As with every operating system, Mac OS X supports as many languages as it has compatible compilers. Some are described in the following list. Its status as a Unix-flavored system, arguably the most flexible platform for programming, means that it already has a wide support base.
As C is to a “generic” Unix system, and as C++ is to Mac OS 9, one language lies closest to Mac OS X’s heart, in terms of support and programming ease: Objective-C. This elegeant, object-oriented langauge, which adds a handful of syntax rules onto plain-vanilla C, is the lingua franca of Cocoa development.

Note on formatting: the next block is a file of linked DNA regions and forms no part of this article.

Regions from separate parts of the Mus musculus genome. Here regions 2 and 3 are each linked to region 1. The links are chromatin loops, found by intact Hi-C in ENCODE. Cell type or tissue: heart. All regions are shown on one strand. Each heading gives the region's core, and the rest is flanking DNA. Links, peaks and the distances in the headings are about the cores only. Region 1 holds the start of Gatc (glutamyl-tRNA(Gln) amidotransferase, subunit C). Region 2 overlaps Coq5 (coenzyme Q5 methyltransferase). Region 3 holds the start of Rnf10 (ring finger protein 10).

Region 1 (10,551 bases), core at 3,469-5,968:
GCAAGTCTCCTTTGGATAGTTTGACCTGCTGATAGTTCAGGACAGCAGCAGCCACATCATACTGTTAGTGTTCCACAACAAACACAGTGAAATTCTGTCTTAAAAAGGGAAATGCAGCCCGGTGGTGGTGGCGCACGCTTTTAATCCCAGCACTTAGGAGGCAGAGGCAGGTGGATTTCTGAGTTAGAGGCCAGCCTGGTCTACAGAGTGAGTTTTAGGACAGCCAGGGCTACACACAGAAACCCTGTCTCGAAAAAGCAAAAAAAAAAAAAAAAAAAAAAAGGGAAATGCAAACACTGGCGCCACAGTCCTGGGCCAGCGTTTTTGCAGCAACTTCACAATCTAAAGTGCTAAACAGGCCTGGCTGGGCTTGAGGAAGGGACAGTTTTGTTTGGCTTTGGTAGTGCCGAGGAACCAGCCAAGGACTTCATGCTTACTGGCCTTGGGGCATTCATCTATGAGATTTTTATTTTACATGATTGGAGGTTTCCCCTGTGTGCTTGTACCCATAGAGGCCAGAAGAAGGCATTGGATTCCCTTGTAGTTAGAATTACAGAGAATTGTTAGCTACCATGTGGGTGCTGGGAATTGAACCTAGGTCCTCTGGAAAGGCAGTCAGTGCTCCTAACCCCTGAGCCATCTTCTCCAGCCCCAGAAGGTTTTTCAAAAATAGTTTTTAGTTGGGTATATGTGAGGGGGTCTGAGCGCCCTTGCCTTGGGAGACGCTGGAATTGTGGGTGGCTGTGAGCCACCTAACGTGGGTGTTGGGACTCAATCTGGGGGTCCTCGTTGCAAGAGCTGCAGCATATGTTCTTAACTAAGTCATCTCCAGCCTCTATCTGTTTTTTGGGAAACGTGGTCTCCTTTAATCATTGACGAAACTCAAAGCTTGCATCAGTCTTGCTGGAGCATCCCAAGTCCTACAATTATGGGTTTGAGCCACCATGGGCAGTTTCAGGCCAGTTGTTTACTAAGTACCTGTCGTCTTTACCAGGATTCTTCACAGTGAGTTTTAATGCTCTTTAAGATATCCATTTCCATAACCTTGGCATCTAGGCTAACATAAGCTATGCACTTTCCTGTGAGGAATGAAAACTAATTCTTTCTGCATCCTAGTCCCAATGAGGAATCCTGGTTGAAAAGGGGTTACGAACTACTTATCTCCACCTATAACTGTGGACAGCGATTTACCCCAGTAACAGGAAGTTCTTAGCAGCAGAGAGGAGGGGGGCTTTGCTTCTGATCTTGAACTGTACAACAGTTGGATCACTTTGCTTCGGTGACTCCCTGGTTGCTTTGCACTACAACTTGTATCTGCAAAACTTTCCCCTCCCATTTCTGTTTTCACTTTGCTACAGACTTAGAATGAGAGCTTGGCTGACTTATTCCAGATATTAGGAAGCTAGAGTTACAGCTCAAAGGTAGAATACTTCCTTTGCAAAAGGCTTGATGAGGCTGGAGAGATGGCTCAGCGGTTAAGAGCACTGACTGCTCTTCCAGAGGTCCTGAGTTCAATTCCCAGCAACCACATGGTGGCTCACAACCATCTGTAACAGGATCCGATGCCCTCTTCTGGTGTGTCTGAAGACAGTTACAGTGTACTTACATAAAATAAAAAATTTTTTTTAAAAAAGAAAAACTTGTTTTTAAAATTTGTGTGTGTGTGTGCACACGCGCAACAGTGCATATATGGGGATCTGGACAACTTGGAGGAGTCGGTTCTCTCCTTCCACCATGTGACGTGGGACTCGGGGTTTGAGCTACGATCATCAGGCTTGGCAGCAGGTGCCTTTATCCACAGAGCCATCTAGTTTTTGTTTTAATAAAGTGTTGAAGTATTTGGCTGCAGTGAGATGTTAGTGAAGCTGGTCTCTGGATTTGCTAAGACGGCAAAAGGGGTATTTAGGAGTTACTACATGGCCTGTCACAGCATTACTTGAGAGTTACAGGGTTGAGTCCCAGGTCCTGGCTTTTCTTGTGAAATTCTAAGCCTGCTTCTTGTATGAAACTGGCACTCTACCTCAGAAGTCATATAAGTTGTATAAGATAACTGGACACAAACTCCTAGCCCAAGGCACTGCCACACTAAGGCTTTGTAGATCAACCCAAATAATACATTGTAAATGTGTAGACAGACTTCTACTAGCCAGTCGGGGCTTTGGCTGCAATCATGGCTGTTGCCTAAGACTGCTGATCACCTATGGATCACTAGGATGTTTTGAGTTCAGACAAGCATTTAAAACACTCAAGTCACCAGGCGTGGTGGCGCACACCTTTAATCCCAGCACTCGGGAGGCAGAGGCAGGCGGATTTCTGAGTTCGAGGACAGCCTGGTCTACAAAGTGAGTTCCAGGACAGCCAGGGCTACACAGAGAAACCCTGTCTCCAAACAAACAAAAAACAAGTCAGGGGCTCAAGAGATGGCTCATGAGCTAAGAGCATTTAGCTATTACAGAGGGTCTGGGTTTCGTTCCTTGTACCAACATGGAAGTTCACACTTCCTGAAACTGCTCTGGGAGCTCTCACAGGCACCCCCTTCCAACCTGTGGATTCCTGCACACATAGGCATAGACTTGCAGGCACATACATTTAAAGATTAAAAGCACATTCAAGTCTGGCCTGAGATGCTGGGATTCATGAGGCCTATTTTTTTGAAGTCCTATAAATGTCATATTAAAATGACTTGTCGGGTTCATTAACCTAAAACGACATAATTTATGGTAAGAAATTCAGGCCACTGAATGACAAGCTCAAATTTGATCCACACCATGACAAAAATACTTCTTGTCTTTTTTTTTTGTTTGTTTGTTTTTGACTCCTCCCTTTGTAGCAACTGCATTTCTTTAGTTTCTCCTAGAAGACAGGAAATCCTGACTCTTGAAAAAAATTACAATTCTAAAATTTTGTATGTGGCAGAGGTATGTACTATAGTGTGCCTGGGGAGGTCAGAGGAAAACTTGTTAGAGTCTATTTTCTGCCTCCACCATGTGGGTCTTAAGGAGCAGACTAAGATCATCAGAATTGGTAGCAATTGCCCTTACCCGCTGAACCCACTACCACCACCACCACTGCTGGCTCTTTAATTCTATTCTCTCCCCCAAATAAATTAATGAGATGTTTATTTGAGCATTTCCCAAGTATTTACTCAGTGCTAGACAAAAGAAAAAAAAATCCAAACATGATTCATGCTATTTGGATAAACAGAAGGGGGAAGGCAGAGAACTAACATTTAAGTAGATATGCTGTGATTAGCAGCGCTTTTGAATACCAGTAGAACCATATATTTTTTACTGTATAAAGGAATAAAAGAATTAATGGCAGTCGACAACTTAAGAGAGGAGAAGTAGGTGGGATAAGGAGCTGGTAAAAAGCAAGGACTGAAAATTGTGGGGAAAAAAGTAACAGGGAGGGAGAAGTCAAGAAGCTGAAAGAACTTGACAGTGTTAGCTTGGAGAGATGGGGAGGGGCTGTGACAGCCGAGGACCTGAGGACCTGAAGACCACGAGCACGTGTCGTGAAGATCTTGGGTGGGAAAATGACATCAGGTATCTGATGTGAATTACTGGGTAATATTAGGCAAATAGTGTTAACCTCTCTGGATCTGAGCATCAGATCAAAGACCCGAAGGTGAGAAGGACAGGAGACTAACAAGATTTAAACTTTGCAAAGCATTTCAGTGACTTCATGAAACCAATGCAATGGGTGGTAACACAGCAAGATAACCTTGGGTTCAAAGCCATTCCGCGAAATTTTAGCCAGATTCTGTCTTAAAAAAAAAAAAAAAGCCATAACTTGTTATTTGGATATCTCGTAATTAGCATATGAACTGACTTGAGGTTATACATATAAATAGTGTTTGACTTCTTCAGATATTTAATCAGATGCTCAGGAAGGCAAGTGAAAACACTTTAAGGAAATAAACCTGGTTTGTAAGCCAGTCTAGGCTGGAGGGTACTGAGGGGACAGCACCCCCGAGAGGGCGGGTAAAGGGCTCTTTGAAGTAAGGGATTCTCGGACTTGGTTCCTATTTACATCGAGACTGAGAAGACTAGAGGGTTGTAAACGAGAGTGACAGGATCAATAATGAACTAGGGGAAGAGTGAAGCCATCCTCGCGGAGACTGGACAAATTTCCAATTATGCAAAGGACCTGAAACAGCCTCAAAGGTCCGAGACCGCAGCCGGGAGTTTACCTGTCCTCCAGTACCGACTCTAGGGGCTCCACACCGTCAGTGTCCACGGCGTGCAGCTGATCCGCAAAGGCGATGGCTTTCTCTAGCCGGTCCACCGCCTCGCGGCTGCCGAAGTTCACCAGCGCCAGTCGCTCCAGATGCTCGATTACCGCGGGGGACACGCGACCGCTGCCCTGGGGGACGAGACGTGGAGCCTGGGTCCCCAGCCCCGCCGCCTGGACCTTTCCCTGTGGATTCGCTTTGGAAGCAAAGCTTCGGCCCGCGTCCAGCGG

In order to better support legacy code, Mac OS X also supports strange notions such as Objective-C++, which allows a programmer to invoke and work with C++ object classes from Objective-C code, and vice versa.
One important downside to Objective-C programming is the fact that most newcomers to Mac OS X programming have likely never used or even seen it before; in fact, it’s hard to find any application of it outside of Mac OS X. The developers most likely to already know Objective-C are those who already have programming experience with NeXTSTEP (Mac OS X’s predecessor, whose OpenStep libraries envolved into the Cocoa frameworks we have today). Fortunately, Objective-C does not present large barriers to entry; people with any programming experience can start down this path by reading The Objective-C Programming Language , a concise, excellent, and free book found ...